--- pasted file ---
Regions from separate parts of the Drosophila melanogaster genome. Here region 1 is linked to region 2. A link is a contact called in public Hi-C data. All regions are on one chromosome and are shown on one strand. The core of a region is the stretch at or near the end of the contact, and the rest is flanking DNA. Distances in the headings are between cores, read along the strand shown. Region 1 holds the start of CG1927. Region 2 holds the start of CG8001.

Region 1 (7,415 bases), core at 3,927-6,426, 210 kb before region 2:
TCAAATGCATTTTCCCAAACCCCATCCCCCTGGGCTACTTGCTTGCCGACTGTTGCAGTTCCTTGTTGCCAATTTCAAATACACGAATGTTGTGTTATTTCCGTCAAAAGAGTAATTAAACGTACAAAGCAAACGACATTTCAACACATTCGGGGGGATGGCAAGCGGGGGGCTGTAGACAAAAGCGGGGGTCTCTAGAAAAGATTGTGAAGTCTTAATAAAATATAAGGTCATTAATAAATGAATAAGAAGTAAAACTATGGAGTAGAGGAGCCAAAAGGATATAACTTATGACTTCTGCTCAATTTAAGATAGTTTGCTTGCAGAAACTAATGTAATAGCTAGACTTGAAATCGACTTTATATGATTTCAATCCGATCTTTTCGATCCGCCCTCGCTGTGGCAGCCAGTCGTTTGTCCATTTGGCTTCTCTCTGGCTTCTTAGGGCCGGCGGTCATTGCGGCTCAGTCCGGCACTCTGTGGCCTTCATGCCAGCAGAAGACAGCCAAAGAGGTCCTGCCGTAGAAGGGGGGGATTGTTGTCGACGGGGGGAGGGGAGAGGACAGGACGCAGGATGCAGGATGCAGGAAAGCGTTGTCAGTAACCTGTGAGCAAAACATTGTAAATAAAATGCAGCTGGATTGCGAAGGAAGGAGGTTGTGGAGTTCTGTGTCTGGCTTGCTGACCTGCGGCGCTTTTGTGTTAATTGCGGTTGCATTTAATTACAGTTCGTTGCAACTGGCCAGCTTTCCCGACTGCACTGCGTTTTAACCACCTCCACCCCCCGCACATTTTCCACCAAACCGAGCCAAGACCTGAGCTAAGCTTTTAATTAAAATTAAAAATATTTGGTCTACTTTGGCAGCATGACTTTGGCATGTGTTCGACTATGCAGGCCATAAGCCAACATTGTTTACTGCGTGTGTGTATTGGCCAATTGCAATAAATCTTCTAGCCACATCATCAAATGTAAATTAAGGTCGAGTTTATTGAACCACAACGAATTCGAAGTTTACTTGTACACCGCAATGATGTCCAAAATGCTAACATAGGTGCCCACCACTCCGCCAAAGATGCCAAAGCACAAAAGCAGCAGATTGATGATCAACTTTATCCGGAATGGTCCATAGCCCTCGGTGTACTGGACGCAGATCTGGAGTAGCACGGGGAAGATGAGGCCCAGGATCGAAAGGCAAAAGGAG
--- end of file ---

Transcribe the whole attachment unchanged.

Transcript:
Regions from separate parts of the Drosophila melanogaster genome. Here region 1 is linked to region 2. A link is a contact called in public Hi-C data. All regions are on one chromosome and are shown on one strand. The core of a region is the stretch at or near the end of the contact, and the rest is flanking DNA. Distances in the headings are between cores, read along the strand shown. Region 1 holds the start of CG1927. Region 2 holds the start of CG8001.

Region 1 (7,415 bases), core at 3,927-6,426, 210 kb before region 2:
TCAAATGCATTTTCCCAAACCCCATCCCCCTGGGCTACTTGCTTGCCGACTGTTGCAGTTCCTTGTTGCCAATTTCAAATACACGAATGTTGTGTTATTTCCGTCAAAAGAGTAATTAAACGTACAAAGCAAACGACATTTCAACACATTCGGGGGGATGGCAAGCGGGGGGCTGTAGACAAAAGCGGGGGTCTCTAGAAAAGATTGTGAAGTCTTAATAAAATATAAGGTCATTAATAAATGAATAAGAAGTAAAACTATGGAGTAGAGGAGCCAAAAGGATATAACTTATGACTTCTGCTCAATTTAAGATAGTTTGCTTGCAGAAACTAATGTAATAGCTAGACTTGAAATCGACTTTATATGATTTCAATCCGATCTTTTCGATCCGCCCTCGCTGTGGCAGCCAGTCGTTTGTCCATTTGGCTTCTCTCTGGCTTCTTAGGGCCGGCGGTCATTGCGGCTCAGTCCGGCACTCTGTGGCCTTCATGCCAGCAGAAGACAGCCAAAGAGGTCCTGCCGTAGAAGGGGGGGATTGTTGTCGACGGGGGGAGGGGAGAGGACAGGACGCAGGATGCAGGATGCAGGAAAGCGTTGTCAGTAACCTGTGAGCAAAACATTGTAAATAAAATGCAGCTGGATTGCGAAGGAAGGAGGTTGTGGAGTTCTGTGTCTGGCTTGCTGACCTGCGGCGCTTTTGTGTTAATTGCGGTTGCATTTAATTACAGTTCGTTGCAACTGGCCAGCTTTCCCGACTGCACTGCGTTTTAACCACCTCCACCCCCCGCACATTTTCCACCAAACCGAGCCAAGACCTGAGCTAAGCTTTTAATTAAAATTAAAAATATTTGGTCTACTTTGGCAGCATGACTTTGGCATGTGTTCGACTATGCAGGCCATAAGCCAACATTGTTTACTGCGTGTGTGTATTGGCCAATTGCAATAAATCTTCTAGCCACATCATCAAATGTAAATTAAGGTCGAGTTTATTGAACCACAACGAATTCGAAGTTTACTTGTACACCGCAATGATGTCCAAAATGCTAACATAGGTGCCCACCACTCCGCCAAAGATGCCAAAGCACAAAAGCAGCAGATTGATGATCAACTTTATCCGGAATGGTCCATAGCCCTCGGTGTACTGGACGCAGATCTGGAGTAGCACGGGGAAGATGAGGCCCAGGATCGAAAGGCAAAAGGAG